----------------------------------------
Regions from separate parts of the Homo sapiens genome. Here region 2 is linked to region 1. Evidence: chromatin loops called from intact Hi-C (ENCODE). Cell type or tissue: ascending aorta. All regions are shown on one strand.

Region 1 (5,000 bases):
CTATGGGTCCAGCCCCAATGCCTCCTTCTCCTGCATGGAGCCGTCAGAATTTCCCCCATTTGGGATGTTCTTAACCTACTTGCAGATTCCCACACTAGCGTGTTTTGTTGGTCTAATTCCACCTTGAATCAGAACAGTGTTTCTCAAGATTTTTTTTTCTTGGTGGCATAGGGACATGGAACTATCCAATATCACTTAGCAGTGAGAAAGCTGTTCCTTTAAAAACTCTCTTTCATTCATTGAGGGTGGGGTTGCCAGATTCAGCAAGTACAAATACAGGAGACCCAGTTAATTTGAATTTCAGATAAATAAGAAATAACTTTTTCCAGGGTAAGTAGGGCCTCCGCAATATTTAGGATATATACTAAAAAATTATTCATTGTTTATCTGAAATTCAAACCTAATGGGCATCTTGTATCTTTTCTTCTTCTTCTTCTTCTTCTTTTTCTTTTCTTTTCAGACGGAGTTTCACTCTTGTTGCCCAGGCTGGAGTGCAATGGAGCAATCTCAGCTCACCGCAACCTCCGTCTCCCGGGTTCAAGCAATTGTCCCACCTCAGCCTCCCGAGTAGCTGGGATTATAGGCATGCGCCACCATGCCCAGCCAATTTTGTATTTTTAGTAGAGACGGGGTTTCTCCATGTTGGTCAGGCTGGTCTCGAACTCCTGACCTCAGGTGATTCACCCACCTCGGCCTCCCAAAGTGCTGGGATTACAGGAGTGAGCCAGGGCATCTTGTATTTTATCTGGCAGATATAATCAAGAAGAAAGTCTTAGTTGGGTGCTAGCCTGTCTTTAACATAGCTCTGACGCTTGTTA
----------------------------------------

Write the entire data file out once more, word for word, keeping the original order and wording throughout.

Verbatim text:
Regions from separate parts of the Homo sapiens genome. Here region 2 is linked to region 1. Evidence: chromatin loops called from intact Hi-C (ENCODE). Cell type or tissue: ascending aorta. All regions are shown on one strand.

Region 1 (5,000 bases):
CTATGGGTCCAGCCCCAATGCCTCCTTCTCCTGCATGGAGCCGTCAGAATTTCCCCCATTTGGGATGTTCTTAACCTACTTGCAGATTCCCACACTAGCGTGTTTTGTTGGTCTAATTCCACCTTGAATCAGAACAGTGTTTCTCAAGATTTTTTTTTCTTGGTGGCATAGGGACATGGAACTATCCAATATCACTTAGCAGTGAGAAAGCTGTTCCTTTAAAAACTCTCTTTCATTCATTGAGGGTGGGGTTGCCAGATTCAGCAAGTACAAATACAGGAGACCCAGTTAATTTGAATTTCAGATAAATAAGAAATAACTTTTTCCAGGGTAAGTAGGGCCTCCGCAATATTTAGGATATATACTAAAAAATTATTCATTGTTTATCTGAAATTCAAACCTAATGGGCATCTTGTATCTTTTCTTCTTCTTCTTCTTCTTCTTTTTCTTTTCTTTTCAGACGGAGTTTCACTCTTGTTGCCCAGGCTGGAGTGCAATGGAGCAATCTCAGCTCACCGCAACCTCCGTCTCCCGGGTTCAAGCAATTGTCCCACCTCAGCCTCCCGAGTAGCTGGGATTATAGGCATGCGCCACCATGCCCAGCCAATTTTGTATTTTTAGTAGAGACGGGGTTTCTCCATGTTGGTCAGGCTGGTCTCGAACTCCTGACCTCAGGTGATTCACCCACCTCGGCCTCCCAAAGTGCTGGGATTACAGGAGTGAGCCAGGGCATCTTGTATTTTATCTGGCAGATATAATCAAGAAGAAAGTCTTAGTTGGGTGCTAGCCTGTCTTTAACATAGCTCTGACGCTTGTTA